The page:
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Cannon Reopened After Toy Gun Incident

An apparent Halloween misunderstanding threw the Capitol into chaos this afternoon as Capitol Police officers guarding the Cannon House Office Building triggered a massive, sometimes confusing, search for what they believed was an intruder armed with a gun.

One hour and forty-five minutes after it began, police announced that the situation was resolved and that the gun spotted on a X-ray machine was actually a toy.

Capitol Police Chief Terrance Gainer called it “an unusual set of Halloween circumstances,” adding that “there was no ill intent.”

In the end, the police said the incident was in fact sparked by a female staffer bringing a Halloween costume that included a plastic gun into the building. The staffer apparently turned herself into police.

The outcome was a relief to those who recalled the July 1998 shooting at the Capitol that left two officers dead, but questions were immediately raised about the adequacy of the department’s response to this scare. Capitol Police spokeswoman Jessica Gissubel said the toy gun was definitely a weapon, a statement that later turned out to be inaccurate.

The Containment Emergency Response Team — the Capitol Police’s version of a SWAT team — had begun conducting a floor-by-floor sweep for the suspect and another woman an hour after the incident first began. Dozens of officers surrounded the entrances to Cannon as the manhunt continued, blocking anyone from getting in or out of the massive building, home to roughly 140 Members.

Basement tunnels leading to the Capitol and the Longworth Building were sealed off, and other, unspecified “security procedures” were triggered as well, according to House Administration Chairman Bob Ney (R-Ohio).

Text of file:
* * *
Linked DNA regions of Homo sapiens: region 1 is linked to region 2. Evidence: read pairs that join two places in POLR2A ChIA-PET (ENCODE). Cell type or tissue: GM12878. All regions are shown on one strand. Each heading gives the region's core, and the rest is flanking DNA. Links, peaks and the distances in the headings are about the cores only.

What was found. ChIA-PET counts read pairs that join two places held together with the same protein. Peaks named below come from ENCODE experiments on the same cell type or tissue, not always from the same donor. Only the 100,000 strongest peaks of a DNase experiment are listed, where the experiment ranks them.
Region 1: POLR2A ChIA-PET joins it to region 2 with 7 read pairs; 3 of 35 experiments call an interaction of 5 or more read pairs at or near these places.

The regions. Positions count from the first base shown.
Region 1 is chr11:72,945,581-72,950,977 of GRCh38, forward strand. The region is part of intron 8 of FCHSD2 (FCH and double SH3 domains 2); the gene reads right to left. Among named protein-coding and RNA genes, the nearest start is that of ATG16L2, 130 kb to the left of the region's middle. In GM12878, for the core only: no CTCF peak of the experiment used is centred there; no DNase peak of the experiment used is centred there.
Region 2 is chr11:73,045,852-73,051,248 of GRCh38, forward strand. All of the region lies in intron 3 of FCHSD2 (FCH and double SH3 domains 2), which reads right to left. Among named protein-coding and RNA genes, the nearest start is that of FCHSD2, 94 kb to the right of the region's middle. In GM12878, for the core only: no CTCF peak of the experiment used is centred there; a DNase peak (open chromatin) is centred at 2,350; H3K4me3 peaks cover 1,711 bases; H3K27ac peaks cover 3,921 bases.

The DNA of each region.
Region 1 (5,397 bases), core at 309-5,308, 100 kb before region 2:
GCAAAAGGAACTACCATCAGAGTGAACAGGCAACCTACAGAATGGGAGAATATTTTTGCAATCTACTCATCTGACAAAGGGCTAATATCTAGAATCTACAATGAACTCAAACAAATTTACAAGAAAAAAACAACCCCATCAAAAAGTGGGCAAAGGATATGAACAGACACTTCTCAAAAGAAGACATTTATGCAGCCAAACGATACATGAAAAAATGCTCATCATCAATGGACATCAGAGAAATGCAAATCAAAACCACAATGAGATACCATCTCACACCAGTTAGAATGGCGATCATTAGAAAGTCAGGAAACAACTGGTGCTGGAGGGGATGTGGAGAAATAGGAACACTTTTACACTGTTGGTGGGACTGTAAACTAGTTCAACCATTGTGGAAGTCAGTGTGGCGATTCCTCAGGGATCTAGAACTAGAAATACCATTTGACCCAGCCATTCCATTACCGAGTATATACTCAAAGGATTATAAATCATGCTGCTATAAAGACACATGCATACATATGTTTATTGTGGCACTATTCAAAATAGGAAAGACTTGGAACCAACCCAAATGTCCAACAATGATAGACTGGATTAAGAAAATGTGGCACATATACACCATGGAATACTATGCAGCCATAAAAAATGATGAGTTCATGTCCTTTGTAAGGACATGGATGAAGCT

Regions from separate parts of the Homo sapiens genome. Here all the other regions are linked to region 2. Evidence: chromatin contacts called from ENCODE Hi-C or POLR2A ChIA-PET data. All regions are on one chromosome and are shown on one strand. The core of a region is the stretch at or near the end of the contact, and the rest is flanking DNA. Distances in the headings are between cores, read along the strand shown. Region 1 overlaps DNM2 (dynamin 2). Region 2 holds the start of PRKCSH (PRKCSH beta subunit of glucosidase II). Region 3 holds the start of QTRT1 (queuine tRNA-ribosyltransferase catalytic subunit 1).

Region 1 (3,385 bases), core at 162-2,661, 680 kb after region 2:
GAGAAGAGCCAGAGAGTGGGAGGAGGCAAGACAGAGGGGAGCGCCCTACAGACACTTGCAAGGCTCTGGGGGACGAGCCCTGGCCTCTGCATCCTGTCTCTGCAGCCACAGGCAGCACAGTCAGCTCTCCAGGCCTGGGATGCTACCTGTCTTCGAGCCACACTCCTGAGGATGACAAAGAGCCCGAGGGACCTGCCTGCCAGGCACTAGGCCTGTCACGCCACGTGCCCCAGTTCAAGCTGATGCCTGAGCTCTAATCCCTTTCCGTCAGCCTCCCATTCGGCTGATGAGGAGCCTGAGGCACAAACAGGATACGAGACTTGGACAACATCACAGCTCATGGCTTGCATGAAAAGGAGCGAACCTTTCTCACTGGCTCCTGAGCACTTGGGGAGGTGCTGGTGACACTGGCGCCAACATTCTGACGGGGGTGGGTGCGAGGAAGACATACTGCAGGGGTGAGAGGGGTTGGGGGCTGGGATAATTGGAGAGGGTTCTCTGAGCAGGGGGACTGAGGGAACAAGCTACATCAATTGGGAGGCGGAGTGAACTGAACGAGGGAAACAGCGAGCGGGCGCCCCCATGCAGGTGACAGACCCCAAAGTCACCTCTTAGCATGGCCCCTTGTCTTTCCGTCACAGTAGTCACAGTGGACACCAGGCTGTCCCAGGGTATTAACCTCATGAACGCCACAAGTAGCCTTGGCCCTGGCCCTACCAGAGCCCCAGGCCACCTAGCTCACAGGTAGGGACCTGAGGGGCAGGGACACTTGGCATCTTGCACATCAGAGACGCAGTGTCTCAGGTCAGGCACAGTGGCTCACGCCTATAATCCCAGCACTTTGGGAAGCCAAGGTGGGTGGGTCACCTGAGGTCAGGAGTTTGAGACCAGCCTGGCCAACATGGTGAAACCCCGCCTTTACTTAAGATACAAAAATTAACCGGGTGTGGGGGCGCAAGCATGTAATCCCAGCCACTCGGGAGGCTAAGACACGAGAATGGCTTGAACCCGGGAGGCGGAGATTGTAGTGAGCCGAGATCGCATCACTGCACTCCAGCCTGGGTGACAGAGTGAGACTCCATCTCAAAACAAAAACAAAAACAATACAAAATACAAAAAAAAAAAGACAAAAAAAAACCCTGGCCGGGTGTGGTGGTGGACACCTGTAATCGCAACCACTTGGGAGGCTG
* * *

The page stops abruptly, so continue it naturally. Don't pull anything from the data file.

The incident sparked a storm of chaos among Members and staffers. Initial reports said a male suspect, entering Cannon through its southeastern door at approximately 1 p.m., placed a backpack on the conveyor belt used for the X-ray machine. The man was described as about 5 feet 3 inches tall and 140 pounds and wearing a black suit, who then supposedly passed through a metal detector himself. A large crowd was passing through the building entrance at that time.

When officers guarding the door saw the outline of a gun on the X-ray machine, the suspect reportedly snatched the backpack off the machine and fled into the building, setting off the massive search.

Gissubel later said that police were also looking for a 20- to 25-year-old woman as well, although Gissubel would not say how the two were linked.

Several sources inside Cannon described the scene as one of total confusion, with Capitol Police first locking Members, staff and visitors into their offices, then throwing open the doors and telling for everyone to evacuate.

But when those inside tried to leave the building, an announcement came over the public-address system ordering them back to their offices.

“It was totally screwed up,” said one House staffer trapped inside Cannon. “No one knew what the hell was going on — not us, not the cops, nobody.”

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